6. Reduces risk of musculoskeletal conditions :

Musculoskeletal conditions that affect the bones, joints, muscles, and spine are a common cause of disability in older age, and they are on the increase, according to the World Health Organization

However, tennis can significantly improve musculoskeletal function, say experts. A 2020 study into tennis players found they had greater upper and lower body musculoskeletal function than people who didn’t play tennis. This could help prevent conditions such as osteoporosis, osteoarthritis, and back or neck pain. 

7. Encourages social interaction 

Unlike swimming, jogging, or weights, tennis requires you to be more social, whether that’s playing one-on-one or teaming up for a game of doubles with another willing couple. In fact, the USTA (United States Tennis Association) recently surveyed its members and found that they experienced greater social health as a result of playing tennis regularly.

Head coach and former county-level player, Sue Auger, of Better, agrees. “It’s a very social sport. You need to play with someone, you have the option of doubles, there are numerous tennis clubs, tennis leagues available, and beginners can learn in group lessons.”  

8. Suitable for all ages and abilities 

Tennis really is a game for life. With the youngest players starting at around four and many people playing well into their eighties, it’s a sport that can be learned at any age and adapted to suit your abilities. 

It’s never too late to pick up a racquet and start enjoying the benefits. In fact, according to a report published in the Journal of Sport and Health Science, older tennis players report that playing the sport helps them feel like they are aging successfully.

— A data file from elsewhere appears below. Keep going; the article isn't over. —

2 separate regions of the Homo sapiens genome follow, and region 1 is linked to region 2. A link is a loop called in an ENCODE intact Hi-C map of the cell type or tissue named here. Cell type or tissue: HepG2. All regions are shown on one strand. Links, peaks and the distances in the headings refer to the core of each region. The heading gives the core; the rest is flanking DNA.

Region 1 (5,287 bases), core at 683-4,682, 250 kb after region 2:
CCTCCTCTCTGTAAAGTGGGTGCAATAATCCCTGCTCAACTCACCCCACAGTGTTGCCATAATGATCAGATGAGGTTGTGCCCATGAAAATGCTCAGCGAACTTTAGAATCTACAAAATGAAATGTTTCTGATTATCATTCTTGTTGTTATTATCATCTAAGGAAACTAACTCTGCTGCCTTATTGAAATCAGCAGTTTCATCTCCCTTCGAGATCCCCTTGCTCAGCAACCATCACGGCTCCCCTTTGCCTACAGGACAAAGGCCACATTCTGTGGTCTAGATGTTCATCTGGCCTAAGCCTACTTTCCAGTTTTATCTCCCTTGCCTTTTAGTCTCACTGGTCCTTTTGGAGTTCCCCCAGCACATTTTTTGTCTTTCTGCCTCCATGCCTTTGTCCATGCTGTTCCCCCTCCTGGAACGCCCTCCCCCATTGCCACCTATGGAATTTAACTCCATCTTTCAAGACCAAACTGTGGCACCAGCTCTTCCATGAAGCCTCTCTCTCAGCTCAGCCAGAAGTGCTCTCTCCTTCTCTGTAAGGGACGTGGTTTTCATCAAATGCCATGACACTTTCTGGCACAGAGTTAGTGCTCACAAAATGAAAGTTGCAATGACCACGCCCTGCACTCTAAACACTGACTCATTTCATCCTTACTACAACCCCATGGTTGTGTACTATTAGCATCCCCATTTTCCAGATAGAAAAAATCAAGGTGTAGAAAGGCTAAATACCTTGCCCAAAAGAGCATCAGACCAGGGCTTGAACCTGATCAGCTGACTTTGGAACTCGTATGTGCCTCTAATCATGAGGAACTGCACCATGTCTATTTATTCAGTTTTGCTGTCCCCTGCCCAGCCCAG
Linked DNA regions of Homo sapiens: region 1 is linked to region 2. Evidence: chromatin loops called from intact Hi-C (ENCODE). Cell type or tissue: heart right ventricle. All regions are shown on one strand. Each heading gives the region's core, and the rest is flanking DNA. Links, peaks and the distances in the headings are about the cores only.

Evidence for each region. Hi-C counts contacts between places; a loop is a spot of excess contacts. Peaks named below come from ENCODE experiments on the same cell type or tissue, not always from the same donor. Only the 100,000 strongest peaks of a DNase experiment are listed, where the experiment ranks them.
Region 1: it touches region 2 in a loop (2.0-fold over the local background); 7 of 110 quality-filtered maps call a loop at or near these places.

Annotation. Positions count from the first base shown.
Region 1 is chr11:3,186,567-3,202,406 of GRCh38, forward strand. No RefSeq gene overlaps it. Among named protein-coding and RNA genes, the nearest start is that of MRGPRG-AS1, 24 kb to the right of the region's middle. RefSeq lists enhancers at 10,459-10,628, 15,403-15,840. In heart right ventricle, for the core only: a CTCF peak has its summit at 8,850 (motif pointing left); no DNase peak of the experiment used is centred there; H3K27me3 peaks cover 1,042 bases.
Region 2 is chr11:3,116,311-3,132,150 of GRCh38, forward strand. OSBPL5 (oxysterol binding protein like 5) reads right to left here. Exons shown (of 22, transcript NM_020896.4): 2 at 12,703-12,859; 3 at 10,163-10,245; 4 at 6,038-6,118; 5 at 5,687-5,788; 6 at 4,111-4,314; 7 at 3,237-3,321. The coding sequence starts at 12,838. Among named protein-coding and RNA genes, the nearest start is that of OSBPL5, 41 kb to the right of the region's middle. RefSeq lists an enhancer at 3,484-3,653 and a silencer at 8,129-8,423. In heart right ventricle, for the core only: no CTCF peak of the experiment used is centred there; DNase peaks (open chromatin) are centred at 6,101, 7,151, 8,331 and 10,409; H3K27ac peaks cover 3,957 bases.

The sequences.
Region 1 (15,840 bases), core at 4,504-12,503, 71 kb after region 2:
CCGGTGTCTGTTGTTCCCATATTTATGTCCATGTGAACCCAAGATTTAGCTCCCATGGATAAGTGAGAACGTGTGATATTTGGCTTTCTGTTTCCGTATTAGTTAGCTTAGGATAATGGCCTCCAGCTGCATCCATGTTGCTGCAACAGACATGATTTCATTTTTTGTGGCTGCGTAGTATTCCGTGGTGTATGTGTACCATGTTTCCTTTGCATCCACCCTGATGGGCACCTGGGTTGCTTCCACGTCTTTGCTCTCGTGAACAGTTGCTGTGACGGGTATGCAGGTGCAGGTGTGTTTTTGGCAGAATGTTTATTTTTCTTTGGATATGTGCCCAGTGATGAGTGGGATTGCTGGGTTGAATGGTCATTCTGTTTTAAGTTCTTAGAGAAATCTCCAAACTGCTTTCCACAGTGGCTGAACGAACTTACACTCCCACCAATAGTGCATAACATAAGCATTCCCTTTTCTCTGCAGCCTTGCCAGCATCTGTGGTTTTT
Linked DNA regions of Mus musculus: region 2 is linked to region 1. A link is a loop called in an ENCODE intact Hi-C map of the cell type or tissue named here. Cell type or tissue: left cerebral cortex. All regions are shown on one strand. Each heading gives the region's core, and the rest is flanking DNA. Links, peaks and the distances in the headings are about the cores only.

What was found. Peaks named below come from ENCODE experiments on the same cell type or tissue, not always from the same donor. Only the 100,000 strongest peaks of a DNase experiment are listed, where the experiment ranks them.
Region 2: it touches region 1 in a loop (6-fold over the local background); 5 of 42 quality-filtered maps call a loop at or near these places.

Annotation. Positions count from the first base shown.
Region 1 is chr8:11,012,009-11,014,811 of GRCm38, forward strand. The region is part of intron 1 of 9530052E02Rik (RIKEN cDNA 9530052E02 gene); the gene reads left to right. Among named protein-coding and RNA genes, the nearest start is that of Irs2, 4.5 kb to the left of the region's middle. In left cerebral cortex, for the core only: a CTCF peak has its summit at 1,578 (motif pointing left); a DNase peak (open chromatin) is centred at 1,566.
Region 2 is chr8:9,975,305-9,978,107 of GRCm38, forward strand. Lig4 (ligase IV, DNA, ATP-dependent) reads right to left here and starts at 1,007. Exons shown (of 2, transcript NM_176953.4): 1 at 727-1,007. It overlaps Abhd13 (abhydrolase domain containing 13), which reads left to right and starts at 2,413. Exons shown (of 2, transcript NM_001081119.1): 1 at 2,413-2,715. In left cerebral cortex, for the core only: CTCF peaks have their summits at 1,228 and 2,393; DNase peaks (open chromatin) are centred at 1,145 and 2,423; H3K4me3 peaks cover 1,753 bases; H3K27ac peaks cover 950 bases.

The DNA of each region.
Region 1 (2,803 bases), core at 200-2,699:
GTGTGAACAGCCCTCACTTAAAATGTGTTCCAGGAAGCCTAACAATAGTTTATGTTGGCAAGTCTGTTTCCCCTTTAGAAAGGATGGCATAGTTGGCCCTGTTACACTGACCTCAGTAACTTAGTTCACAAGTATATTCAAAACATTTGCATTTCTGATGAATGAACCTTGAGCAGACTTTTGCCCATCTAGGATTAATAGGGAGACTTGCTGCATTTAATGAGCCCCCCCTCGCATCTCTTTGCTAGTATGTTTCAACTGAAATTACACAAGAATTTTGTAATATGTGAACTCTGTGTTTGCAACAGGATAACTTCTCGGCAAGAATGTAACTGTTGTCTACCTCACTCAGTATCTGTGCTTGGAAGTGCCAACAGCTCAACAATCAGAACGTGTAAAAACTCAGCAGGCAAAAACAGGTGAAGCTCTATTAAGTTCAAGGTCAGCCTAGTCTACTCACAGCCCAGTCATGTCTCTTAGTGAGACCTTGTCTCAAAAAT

9. Good for mental health:

We all know regular exercise is good for mental health. Just a few weeks of regular exercise can improve the symptoms of anxiety in adults and older adults and reduce the risk of developing depression in children and adults. It can also improve symptoms in people with depression. 

Playing tennis regularly throughout your life is also associated with lower rates of depression, especially beyond the age of 45, say researchers.  

10. Socially distant 

With the pandemic still firmly in the background of everyday life, people who are worried about close-contact sports can relax in the knowledge that they’re unlikely to get within two meters of their opponent at any point. And it’s a game that can be enjoyed in the open air, which reduces the risk of coronavirus and carries many health benefits too. 

Man plays tennis

(Image credit: Getty)

Is tennis bad for your joints?

While it is possible for tennis to exacerbate knee arthritis in overweight or obese players, as a 2020 study found, it shouldn't cause joint pain in otherwise healthy individuals.  

In fact, it can significantly improve joint function. Research has found that tennis players were more likely to have better musculoskeletal fitness in the upper body. This includes the joints, muscles, and connective tissues. It also found that they had improved knee extension strength.

Another study that looked at the range of joint motion in teenage tennis players, found that playing tennis increased the range of movement (ROM) in their joints, including their shoulders, arms, and hips. 

Auger points out that even people who have joint pain and stiffness can still play tennis. “There are so many adaptations that can be made so that a game of tennis can be suited to everyone.  For example, there is walking tennis, which allows the ball to bounce twice and remain in play and uses a smaller court, which is ideal for anyone with joint problems.”